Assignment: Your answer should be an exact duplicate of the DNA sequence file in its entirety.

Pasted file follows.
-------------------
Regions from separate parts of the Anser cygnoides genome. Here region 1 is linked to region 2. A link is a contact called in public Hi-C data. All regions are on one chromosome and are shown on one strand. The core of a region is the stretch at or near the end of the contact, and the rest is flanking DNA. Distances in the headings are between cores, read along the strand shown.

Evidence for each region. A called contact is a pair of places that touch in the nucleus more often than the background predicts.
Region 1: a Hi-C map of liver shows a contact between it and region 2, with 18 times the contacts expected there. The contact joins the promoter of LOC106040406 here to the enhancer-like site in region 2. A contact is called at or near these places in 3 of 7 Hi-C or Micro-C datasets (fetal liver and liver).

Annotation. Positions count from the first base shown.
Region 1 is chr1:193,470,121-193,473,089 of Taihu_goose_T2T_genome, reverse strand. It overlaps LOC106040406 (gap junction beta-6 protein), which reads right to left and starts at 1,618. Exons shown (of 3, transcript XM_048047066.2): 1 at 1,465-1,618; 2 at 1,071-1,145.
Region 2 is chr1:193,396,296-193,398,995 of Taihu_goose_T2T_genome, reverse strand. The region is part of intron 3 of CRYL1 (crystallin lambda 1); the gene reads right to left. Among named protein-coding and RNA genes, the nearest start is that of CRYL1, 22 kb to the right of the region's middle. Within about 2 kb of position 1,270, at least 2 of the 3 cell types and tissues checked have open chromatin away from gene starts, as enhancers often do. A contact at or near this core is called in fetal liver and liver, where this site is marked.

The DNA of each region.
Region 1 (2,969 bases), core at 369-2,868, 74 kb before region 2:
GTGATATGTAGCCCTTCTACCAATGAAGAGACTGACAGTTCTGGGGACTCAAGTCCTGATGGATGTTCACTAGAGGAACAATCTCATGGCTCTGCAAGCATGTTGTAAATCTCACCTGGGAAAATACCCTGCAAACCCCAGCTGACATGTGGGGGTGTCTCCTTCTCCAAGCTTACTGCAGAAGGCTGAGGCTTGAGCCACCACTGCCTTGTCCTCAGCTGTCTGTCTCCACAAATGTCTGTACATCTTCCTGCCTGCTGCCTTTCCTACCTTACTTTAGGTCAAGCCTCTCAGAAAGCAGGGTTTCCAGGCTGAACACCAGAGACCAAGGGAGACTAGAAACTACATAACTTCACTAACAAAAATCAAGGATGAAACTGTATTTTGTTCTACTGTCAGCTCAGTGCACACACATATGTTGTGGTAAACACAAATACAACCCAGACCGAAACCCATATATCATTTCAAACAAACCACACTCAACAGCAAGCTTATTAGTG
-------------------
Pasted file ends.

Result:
Regions from separate parts of the Anser cygnoides genome. Here region 1 is linked to region 2. A link is a contact called in public Hi-C data. All regions are on one chromosome and are shown on one strand. The core of a region is the stretch at or near the end of the contact, and the rest is flanking DNA. Distances in the headings are between cores, read along the strand shown.

Evidence for each region. A called contact is a pair of places that touch in the nucleus more often than the background predicts.
Region 1: a Hi-C map of liver shows a contact between it and region 2, with 18 times the contacts expected there. The contact joins the promoter of LOC106040406 here to the enhancer-like site in region 2. A contact is called at or near these places in 3 of 7 Hi-C or Micro-C datasets (fetal liver and liver).

Annotation. Positions count from the first base shown.
Region 1 is chr1:193,470,121-193,473,089 of Taihu_goose_T2T_genome, reverse strand. It overlaps LOC106040406 (gap junction beta-6 protein), which reads right to left and starts at 1,618. Exons shown (of 3, transcript XM_048047066.2): 1 at 1,465-1,618; 2 at 1,071-1,145.
Region 2 is chr1:193,396,296-193,398,995 of Taihu_goose_T2T_genome, reverse strand. The region is part of intron 3 of CRYL1 (crystallin lambda 1); the gene reads right to left. Among named protein-coding and RNA genes, the nearest start is that of CRYL1, 22 kb to the right of the region's middle. Within about 2 kb of position 1,270, at least 2 of the 3 cell types and tissues checked have open chromatin away from gene starts, as enhancers often do. A contact at or near this core is called in fetal liver and liver, where this site is marked.

The DNA of each region.
Region 1 (2,969 bases), core at 369-2,868, 74 kb before region 2:
GTGATATGTAGCCCTTCTACCAATGAAGAGACTGACAGTTCTGGGGACTCAAGTCCTGATGGATGTTCACTAGAGGAACAATCTCATGGCTCTGCAAGCATGTTGTAAATCTCACCTGGGAAAATACCCTGCAAACCCCAGCTGACATGTGGGGGTGTCTCCTTCTCCAAGCTTACTGCAGAAGGCTGAGGCTTGAGCCACCACTGCCTTGTCCTCAGCTGTCTGTCTCCACAAATGTCTGTACATCTTCCTGCCTGCTGCCTTTCCTACCTTACTTTAGGTCAAGCCTCTCAGAAAGCAGGGTTTCCAGGCTGAACACCAGAGACCAAGGGAGACTAGAAACTACATAACTTCACTAACAAAAATCAAGGATGAAACTGTATTTTGTTCTACTGTCAGCTCAGTGCACACACATATGTTGTGGTAAACACAAATACAACCCAGACCGAAACCCATATATCATTTCAAACAAACCACACTCAACAGCAAGCTTATTAGTG